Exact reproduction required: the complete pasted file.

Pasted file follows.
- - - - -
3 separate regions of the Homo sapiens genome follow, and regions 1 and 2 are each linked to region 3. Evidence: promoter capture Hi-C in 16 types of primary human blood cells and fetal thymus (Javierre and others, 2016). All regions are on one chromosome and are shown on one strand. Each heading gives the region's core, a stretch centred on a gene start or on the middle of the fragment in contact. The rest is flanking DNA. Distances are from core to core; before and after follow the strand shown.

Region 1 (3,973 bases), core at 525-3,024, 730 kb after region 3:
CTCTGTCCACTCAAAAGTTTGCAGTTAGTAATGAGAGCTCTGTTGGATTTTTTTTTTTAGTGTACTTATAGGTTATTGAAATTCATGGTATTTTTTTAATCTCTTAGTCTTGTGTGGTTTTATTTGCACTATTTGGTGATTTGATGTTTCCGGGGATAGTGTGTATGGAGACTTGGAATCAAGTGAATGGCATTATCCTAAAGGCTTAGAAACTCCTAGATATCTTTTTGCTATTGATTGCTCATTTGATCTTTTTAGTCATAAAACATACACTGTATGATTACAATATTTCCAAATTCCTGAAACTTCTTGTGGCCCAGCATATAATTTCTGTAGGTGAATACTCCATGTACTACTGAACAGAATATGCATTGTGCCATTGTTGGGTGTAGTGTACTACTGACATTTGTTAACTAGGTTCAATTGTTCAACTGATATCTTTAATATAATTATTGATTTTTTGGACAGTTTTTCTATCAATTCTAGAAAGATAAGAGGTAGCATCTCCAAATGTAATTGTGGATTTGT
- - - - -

3 separate regions of the Homo sapiens genome follow, and regions 1 and 2 are each linked to region 3. Evidence: promoter capture Hi-C in 16 types of primary human blood cells and fetal thymus (Javierre and others, 2016). All regions are on one chromosome and are shown on one strand. Each heading gives the region's core, a stretch centred on a gene start or on the middle of the fragment in contact. The rest is flanking DNA. Distances are from core to core; before and after follow the strand shown.

Region 1 (3,973 bases), core at 525-3,024, 730 kb after region 3:
CTCTGTCCACTCAAAAGTTTGCAGTTAGTAATGAGAGCTCTGTTGGATTTTTTTTTTTAGTGTACTTATAGGTTATTGAAATTCATGGTATTTTTTTAATCTCTTAGTCTTGTGTGGTTTTATTTGCACTATTTGGTGATTTGATGTTTCCGGGGATAGTGTGTATGGAGACTTGGAATCAAGTGAATGGCATTATCCTAAAGGCTTAGAAACTCCTAGATATCTTTTTGCTATTGATTGCTCATTTGATCTTTTTAGTCATAAAACATACACTGTATGATTACAATATTTCCAAATTCCTGAAACTTCTTGTGGCCCAGCATATAATTTCTGTAGGTGAATACTCCATGTACTACTGAACAGAATATGCATTGTGCCATTGTTGGGTGTAGTGTACTACTGACATTTGTTAACTAGGTTCAATTGTTCAACTGATATCTTTAATATAATTATTGATTTTTTGGACAGTTTTTCTATCAATTCTAGAAAGATAAGAGGTAGCATCTCCAAATGTAATTGTGGATTTGT